The feminist movement has been exhausted by the modern world. The term ‘feminist’ is widely recognized as a person who fights for the equality of all genders. In an attempt to reach an equal standing between all people, many modern feminists have lost touch with the foundation upon which they began fighting. Xavier Buchanan, Legacy High School graduate, says, “I don’t define feminism as any one specific thing because I’ve experienced so many different facets of people who all call themselves feminists.” Over time, the feminist movement has branched off in countless different directions, muddying the waters of what defines a feminist’s values. Some feminists, such as Portland Community College (PCC) student Signe Bichler, believe that, “If it’s not intersectional feminism, then it’s not [feminism].” Intersectional feminism is a branch of feminism that takes into account the overlap between gender and other social issues. Others believe that feminism should never be intersectional. “You have to break [activism] down into sections, otherwise nothing will get done,” states Buchanan.

Nearly everyone has ideas of what feminism isn’t, but most don’t have a clear idea of what it is past the central idea of equality. Bichler states that, “[The idea that] only the white, rich ladies deserve it, that’s not feminism.” She defines feminism as “fighting for equality for all. And not just equality, but equity.” Former Franklin High School student Ripley Jones believes that feminism should never be exclusive to any particular group. She explains that when effective, feminism includes both women’s and men’s issues, and does not exclude anyone due to their ethnicity, social or economic class, or any other factors.

According to Bichler, a feminist should fight for their beliefs, include everyone, and stand strong. Bichler used to speak up quite often in the name of feminism and social equity. However, after receiving threats and facing many people who were misinformed on feminism and other social issues, she became exhausted. Although she may not be as vocal of a feminist as she used to be, Bichler continues to do her research in order to remain accurately informed.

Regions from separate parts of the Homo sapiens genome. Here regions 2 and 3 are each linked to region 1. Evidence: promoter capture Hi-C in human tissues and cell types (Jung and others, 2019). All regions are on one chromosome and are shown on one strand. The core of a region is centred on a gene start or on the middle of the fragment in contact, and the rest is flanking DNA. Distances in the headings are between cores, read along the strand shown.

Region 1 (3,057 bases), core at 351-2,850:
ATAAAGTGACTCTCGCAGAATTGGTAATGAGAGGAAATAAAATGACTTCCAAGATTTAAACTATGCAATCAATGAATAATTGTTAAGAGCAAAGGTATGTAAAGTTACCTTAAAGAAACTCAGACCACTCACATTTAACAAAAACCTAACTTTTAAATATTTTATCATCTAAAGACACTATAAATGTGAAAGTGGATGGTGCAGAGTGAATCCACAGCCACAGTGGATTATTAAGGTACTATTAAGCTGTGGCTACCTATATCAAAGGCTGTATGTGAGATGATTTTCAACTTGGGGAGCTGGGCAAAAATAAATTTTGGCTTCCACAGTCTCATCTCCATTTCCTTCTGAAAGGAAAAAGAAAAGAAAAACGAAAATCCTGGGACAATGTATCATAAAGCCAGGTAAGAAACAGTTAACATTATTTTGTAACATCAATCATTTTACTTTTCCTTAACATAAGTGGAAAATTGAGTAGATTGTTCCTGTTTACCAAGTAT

While Bichler encourages people to stand up for what they believe in, saying, “fight, show up, step in,” she also understands the importance of choosing which battles are the most important, and sticking to those. She advises social activists (feminists included) to save their energy so that they can put 100% of their effort and determination into each of the battles that they do fight.

Bichler recognizes that in terms of gender equality, the world has seen immense improvements. But as progress is made, new problems arise. Social media is an extremely influential aspect of modern life that “can spread hate faster than wildfire,” explains Bichler. Although social media has the potential to have positive effects around the world, it can easily be warped in any direction.

Growing up, Bichler thought that being girly was a sign of weakness. She did not want to be considered feminine and did not want to consider herself to be a feminist. Today, she embraces her feminine traits just as proudly as her more “masculine” qualities, such as her physical strength and aptitude for sports. Every person has struggles with themselves, but feminism is a fight for all people to stand together, it’s more than a personal monologue. “It’s not all about you. [It’s] not always about this generation. Think about the next, and the next, and the next,” says Bichler.